Scientific Name: Sorghum bicolor
Bahasa Indonesia: Sorgum
Sorghum is a genus of flowering plants in the grass family Poaceae. A majority of species are native to Australia, with the range of some extending to Africa, Asia, Mesoamerica, and certain islands in the Indian and Pacific oceans. Sorghum has a straight, solid stem with one or more tillers and curving leaves arranged alternately on the stems. When the plant flowers, yellow anthers begin to appear on the head. Sorghum is a staple food in Asia and Africa where the grain can be boiled and eaten in a manner similar to roasted or popped rice. Sweet sorghum varieties can be processed into syrups and molasses. It can also be used to produce flour, which can be used to make bread. Sorghum grain is also used extensively as animal feed and sodder.
- Promotes a Healthy Heart – high amounts of fiber help scrape and remove LDL from your arteries.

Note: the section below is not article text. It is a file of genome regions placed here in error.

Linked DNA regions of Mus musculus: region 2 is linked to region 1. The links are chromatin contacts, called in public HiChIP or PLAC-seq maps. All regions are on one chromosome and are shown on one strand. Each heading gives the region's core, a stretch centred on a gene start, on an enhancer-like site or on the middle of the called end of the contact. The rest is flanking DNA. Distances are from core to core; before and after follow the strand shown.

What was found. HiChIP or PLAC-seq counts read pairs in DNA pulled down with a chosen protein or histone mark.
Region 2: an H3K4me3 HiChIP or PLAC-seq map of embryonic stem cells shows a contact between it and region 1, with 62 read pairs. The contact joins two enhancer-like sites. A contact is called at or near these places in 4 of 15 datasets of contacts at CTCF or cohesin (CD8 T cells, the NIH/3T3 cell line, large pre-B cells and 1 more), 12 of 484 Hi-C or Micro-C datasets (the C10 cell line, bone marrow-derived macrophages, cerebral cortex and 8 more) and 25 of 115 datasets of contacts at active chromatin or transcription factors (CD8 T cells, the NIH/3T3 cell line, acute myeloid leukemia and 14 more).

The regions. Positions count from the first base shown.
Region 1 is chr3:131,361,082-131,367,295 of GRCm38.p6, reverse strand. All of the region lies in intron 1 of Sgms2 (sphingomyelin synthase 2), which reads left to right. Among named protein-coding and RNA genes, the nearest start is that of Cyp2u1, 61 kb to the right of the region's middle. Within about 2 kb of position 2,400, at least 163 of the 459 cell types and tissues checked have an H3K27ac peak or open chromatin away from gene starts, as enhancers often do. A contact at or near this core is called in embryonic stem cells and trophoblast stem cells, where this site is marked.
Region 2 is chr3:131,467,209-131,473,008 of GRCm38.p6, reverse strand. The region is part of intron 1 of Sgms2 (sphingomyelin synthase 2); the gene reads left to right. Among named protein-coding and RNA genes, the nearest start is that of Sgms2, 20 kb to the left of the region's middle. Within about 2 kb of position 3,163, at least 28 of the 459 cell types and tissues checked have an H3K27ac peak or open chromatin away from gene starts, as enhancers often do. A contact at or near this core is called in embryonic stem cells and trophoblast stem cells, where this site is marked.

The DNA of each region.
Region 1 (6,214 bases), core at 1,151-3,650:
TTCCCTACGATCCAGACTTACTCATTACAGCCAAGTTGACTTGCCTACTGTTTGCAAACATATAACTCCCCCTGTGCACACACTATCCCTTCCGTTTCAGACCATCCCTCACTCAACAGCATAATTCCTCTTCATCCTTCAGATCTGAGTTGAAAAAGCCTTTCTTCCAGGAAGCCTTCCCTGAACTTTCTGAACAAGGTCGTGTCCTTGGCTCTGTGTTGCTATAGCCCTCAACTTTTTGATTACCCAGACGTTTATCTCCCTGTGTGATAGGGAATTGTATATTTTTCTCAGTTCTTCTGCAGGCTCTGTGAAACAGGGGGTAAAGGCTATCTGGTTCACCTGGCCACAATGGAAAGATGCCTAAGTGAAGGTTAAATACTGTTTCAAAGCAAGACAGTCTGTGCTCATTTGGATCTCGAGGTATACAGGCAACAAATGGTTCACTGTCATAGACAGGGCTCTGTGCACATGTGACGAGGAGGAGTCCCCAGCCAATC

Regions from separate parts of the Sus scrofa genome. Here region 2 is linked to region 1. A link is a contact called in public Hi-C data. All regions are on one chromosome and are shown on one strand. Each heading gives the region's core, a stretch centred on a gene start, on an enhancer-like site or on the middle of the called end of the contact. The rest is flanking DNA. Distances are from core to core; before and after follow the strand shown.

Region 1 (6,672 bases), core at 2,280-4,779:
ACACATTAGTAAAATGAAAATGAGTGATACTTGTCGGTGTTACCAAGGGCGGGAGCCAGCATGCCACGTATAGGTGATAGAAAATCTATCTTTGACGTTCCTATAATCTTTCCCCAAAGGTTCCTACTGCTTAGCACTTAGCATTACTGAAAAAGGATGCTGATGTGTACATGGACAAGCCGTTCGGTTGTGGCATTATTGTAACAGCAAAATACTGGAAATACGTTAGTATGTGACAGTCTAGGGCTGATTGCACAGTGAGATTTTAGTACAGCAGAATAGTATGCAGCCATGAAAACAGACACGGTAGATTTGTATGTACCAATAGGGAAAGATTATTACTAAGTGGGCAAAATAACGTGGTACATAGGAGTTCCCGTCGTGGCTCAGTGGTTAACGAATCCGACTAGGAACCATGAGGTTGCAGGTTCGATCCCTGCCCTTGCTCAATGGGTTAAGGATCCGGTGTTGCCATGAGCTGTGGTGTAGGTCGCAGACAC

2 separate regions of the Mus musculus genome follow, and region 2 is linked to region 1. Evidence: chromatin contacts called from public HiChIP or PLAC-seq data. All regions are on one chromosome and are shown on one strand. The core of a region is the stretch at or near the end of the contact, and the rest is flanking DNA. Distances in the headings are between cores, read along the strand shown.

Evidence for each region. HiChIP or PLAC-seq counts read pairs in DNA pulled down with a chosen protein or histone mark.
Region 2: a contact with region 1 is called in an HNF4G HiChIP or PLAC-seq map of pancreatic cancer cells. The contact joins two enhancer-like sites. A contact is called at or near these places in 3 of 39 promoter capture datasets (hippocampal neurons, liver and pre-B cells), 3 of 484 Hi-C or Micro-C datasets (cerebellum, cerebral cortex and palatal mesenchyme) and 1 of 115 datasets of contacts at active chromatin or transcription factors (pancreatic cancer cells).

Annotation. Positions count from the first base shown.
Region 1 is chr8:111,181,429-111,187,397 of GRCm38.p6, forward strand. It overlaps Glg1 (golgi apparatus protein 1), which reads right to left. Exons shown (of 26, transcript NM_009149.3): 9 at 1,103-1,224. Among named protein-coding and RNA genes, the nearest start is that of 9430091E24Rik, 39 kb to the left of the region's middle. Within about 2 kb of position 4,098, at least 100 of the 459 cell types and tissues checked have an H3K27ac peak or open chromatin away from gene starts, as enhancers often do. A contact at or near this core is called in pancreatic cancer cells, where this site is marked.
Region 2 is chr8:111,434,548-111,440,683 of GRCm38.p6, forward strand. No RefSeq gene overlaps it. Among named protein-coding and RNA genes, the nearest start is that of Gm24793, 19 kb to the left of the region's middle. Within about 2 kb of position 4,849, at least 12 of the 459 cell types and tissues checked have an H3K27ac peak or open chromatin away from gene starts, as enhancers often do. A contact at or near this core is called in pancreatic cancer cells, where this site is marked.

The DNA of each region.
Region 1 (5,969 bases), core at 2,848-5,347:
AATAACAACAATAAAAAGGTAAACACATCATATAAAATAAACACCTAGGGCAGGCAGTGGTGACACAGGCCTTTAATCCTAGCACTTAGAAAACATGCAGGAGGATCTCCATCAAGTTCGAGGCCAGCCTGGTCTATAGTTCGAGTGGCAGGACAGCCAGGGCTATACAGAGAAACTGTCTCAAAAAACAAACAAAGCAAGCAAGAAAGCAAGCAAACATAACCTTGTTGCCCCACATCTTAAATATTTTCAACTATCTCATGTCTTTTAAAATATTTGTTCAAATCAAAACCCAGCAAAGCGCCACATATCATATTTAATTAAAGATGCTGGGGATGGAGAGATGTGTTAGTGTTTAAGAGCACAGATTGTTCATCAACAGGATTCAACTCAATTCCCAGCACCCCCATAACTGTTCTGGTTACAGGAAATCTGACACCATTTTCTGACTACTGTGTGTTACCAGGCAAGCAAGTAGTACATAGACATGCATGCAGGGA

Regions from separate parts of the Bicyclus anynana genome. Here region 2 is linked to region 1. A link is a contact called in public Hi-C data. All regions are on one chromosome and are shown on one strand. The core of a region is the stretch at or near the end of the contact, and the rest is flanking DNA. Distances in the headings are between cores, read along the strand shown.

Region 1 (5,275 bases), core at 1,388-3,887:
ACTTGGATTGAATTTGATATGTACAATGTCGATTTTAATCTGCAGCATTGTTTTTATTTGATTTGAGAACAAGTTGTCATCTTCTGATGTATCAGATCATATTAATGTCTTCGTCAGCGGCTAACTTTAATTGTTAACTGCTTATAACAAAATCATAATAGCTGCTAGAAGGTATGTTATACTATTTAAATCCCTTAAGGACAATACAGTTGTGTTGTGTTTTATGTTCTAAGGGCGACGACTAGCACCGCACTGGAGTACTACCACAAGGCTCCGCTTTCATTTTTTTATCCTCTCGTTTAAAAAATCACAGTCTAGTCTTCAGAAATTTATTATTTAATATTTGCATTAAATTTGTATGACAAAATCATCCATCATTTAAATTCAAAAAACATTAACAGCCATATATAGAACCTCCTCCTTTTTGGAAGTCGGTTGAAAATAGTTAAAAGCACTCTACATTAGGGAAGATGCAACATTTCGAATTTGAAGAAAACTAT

- Healthy and Clean Digestive Tract – about 44% of the required daily intake of fiber is present in sorghum.
- Bone Health – high levels of magnesium increases your body’s rate of calcium absorption.
- Manage Diabetes – helps to regulate blood sugar levels and aids in the regulation of insulin.
- Healthy Skin – a paste can be made out of sorghum to clear your skin of toxins. It also prevents the production of melanoma cells.
- Source of Energy – high fiber helps maintain an optimum level of energy.
- Celiac Friendly – this grain provides a gluten-free option to enjoy bread, cereal, and other usually glutinous foods.
- Immunity Booster – the vitamin C present helps boost your levels of immunity and increase white blood cell production.
- Weight Loss – because it is so high in fiber, it keeps us full for longer. Sorghum sweetener can also be a healthy alternative to sugar or processed sweeteners.
- Improves Eye Health – the vitamin A present helps keep eyes healthy and cataract free.
- Blood Circulation – vitamins, minerals, and fiber present are extremely helpful in maintaining blood flow in the body.
- Sorghum can be harvested three times a year and it is drought and heat resistant
- The name “sorghum” comes from Italian “sorgo”, in turn from Latin “Syricum” meaning “Grain of Syria.”
- The U.S. is the largest producer of sorghum, and 46% is used as livestock feed.